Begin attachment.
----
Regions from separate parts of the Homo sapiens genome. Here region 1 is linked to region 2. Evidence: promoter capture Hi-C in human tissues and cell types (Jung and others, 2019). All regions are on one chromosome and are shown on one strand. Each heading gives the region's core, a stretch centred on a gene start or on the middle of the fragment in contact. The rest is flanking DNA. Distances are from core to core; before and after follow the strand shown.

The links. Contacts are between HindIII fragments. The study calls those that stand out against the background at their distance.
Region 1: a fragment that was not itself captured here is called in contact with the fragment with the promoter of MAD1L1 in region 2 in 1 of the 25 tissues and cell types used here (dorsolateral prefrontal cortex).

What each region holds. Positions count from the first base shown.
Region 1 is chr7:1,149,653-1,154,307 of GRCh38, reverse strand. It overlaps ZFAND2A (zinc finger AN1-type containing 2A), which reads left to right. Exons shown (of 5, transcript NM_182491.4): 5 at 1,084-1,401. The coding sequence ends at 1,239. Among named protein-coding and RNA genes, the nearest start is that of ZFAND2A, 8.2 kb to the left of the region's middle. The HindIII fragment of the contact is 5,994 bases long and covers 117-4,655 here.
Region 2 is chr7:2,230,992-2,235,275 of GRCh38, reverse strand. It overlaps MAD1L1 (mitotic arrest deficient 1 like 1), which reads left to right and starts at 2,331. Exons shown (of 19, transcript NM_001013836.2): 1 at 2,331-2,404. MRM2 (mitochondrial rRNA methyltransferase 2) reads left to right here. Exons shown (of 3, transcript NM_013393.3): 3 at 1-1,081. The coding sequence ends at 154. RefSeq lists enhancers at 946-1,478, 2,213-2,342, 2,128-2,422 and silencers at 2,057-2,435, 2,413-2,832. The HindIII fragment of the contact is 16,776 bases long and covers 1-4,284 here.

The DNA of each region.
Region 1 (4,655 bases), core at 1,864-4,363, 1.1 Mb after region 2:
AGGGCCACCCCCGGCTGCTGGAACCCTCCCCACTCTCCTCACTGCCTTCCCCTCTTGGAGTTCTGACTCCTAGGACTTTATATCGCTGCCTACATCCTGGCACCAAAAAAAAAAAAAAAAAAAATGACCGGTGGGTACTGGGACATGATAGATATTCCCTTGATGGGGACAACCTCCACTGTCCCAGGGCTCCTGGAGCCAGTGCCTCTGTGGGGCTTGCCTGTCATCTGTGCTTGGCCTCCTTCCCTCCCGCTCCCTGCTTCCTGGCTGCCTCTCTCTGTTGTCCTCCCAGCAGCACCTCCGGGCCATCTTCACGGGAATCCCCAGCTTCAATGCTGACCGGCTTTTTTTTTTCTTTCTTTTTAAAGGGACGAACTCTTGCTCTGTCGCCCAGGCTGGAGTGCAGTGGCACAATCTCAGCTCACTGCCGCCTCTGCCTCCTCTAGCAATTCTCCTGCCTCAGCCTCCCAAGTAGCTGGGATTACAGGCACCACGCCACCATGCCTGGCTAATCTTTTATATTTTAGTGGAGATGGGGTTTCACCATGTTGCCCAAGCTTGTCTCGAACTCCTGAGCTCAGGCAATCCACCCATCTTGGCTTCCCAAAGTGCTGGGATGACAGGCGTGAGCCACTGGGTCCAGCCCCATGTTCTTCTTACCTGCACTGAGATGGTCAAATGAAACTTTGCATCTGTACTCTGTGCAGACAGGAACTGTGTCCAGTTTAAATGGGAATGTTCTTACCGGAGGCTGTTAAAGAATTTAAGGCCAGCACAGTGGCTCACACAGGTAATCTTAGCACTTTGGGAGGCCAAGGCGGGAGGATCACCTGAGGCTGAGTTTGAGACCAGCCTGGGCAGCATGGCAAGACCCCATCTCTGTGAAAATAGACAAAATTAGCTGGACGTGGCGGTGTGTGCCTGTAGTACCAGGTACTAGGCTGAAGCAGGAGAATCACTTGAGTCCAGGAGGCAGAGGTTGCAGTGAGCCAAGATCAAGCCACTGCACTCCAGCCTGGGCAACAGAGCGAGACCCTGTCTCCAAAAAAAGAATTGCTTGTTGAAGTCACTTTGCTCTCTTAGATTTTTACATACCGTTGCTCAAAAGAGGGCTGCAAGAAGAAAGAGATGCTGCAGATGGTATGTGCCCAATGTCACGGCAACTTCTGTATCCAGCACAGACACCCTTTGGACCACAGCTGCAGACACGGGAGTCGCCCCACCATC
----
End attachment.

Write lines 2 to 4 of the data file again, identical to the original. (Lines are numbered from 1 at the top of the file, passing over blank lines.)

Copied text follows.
The links. Contacts are between HindIII fragments. The study calls those that stand out against the background at their distance.
Region 1: a fragment that was not itself captured here is called in contact with the fragment with the promoter of MAD1L1 in region 2 in 1 of the 25 tissues and cell types used here (dorsolateral prefrontal cortex).

What each region holds. Positions count from the first base shown.